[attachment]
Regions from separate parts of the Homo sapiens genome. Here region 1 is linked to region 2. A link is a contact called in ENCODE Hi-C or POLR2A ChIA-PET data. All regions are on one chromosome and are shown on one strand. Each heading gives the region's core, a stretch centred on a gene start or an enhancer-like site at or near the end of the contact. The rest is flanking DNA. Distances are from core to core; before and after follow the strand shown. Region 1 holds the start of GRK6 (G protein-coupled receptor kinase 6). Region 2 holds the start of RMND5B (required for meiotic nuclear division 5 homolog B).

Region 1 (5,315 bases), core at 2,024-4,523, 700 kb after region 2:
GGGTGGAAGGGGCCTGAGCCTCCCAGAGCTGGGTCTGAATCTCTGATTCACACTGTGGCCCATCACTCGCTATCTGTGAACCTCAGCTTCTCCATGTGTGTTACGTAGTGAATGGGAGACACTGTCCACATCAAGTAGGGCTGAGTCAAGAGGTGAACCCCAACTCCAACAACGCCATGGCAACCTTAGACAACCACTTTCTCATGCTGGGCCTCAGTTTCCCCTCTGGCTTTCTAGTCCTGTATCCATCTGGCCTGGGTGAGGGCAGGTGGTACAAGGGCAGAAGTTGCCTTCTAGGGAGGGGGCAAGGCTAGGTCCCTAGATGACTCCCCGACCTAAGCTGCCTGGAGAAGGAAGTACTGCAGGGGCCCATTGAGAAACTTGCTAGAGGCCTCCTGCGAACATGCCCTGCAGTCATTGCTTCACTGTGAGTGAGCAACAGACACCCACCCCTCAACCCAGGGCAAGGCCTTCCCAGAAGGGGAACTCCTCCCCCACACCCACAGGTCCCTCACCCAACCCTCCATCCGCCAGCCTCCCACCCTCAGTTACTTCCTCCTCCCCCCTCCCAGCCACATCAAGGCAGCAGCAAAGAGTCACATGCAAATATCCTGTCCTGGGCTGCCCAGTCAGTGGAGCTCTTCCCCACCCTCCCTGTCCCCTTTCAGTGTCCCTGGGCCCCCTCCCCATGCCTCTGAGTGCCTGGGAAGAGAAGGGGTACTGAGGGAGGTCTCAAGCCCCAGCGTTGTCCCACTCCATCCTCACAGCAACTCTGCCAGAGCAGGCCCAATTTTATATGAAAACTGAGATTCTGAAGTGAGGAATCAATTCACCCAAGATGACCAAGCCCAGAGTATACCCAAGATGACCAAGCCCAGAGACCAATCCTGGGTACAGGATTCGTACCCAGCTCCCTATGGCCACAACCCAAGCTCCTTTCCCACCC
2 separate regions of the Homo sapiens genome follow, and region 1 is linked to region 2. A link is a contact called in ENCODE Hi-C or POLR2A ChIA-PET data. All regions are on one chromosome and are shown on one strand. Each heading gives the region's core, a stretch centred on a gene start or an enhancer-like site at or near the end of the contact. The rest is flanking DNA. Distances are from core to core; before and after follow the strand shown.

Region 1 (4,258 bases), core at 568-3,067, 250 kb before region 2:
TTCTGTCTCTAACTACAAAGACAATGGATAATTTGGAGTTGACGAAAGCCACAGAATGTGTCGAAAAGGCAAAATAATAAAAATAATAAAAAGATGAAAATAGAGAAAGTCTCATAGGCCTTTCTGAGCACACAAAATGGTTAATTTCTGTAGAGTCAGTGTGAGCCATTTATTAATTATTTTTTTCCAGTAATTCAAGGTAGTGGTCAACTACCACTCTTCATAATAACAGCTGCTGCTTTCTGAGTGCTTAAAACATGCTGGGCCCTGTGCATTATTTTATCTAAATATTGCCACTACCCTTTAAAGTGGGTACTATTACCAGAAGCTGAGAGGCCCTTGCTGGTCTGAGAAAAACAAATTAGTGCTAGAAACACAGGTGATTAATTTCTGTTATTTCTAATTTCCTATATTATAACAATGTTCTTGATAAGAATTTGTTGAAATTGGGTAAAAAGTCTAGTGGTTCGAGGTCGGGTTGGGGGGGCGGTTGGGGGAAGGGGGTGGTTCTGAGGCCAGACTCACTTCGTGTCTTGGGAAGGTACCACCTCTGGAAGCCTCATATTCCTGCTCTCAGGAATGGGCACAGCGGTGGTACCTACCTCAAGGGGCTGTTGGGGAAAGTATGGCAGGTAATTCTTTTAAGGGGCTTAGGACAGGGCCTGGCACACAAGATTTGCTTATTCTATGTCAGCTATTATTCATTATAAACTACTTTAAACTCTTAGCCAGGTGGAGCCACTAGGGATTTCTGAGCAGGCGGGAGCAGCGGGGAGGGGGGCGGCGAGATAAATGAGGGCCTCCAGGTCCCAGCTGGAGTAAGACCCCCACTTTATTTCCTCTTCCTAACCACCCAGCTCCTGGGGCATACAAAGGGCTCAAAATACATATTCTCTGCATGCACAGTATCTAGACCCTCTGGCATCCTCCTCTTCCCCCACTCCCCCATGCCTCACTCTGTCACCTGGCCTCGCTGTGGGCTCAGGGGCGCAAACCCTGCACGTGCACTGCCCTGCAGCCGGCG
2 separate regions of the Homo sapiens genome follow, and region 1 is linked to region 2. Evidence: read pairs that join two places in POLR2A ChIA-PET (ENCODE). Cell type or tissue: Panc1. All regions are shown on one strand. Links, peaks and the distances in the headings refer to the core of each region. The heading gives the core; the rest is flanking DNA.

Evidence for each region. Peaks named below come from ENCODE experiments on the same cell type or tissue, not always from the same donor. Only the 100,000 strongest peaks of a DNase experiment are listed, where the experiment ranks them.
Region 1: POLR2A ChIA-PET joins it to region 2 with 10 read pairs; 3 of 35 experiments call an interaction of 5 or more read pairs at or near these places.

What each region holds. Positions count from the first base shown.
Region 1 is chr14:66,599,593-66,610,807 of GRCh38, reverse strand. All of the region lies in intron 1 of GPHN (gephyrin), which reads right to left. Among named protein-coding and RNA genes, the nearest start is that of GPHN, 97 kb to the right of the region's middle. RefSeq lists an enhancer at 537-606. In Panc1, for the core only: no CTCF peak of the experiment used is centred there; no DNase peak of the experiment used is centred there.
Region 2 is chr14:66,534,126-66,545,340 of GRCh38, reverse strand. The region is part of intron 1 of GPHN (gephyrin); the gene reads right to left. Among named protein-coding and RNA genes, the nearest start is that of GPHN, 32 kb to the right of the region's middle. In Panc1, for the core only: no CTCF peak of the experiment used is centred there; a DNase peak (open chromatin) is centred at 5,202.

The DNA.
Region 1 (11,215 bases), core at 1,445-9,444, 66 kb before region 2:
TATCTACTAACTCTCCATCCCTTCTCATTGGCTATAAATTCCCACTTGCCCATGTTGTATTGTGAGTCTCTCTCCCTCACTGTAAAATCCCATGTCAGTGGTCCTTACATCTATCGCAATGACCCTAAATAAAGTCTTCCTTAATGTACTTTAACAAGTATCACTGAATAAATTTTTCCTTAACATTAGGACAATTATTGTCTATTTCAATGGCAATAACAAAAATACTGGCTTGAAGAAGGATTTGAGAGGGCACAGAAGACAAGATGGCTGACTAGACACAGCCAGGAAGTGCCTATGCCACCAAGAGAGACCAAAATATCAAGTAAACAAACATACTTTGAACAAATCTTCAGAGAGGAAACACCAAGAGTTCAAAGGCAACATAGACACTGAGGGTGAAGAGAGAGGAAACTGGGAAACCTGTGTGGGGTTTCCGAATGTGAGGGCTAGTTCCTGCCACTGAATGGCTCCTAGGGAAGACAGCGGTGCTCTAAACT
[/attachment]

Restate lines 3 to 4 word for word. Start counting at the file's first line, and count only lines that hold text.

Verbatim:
GGGTGGAAGGGGCCTGAGCCTCCCAGAGCTGGGTCTGAATCTCTGATTCACACTGTGGCCCATCACTCGCTATCTGTGAACCTCAGCTTCTCCATGTGTGTTACGTAGTGAATGGGAGACACTGTCCACATCAAGTAGGGCTGAGTCAAGAGGTGAACCCCAACTCCAACAACGCCATGGCAACCTTAGACAACCACTTTCTCATGCTGGGCCTCAGTTTCCCCTCTGGCTTTCTAGTCCTGTATCCATCTGGCCTGGGTGAGGGCAGGTGGTACAAGGGCAGAAGTTGCCTTCTAGGGAGGGGGCAAGGCTAGGTCCCTAGATGACTCCCCGACCTAAGCTGCCTGGAGAAGGAAGTACTGCAGGGGCCCATTGAGAAACTTGCTAGAGGCCTCCTGCGAACATGCCCTGCAGTCATTGCTTCACTGTGAGTGAGCAACAGACACCCACCCCTCAACCCAGGGCAAGGCCTTCCCAGAAGGGGAACTCCTCCCCCACACCCACAGGTCCCTCACCCAACCCTCCATCCGCCAGCCTCCCACCCTCAGTTACTTCCTCCTCCCCCCTCCCAGCCACATCAAGGCAGCAGCAAAGAGTCACATGCAAATATCCTGTCCTGGGCTGCCCAGTCAGTGGAGCTCTTCCCCACCCTCCCTGTCCCCTTTCAGTGTCCCTGGGCCCCCTCCCCATGCCTCTGAGTGCCTGGGAAGAGAAGGGGTACTGAGGGAGGTCTCAAGCCCCAGCGTTGTCCCACTCCATCCTCACAGCAACTCTGCCAGAGCAGGCCCAATTTTATATGAAAACTGAGATTCTGAAGTGAGGAATCAATTCACCCAAGATGACCAAGCCCAGAGTATACCCAAGATGACCAAGCCCAGAGACCAATCCTGGGTACAGGATTCGTACCCAGCTCCCTATGGCCACAACCCAAGCTCCTTTCCCACCC
2 separate regions of the Homo sapiens genome follow, and region 1 is linked to region 2. A link is a contact called in ENCODE Hi-C or POLR2A ChIA-PET data. All regions are on one chromosome and are shown on one strand. Each heading gives the region's core, a stretch centred on a gene start or an enhancer-like site at or near the end of the contact. The rest is flanking DNA. Distances are from core to core; before and after follow the strand shown.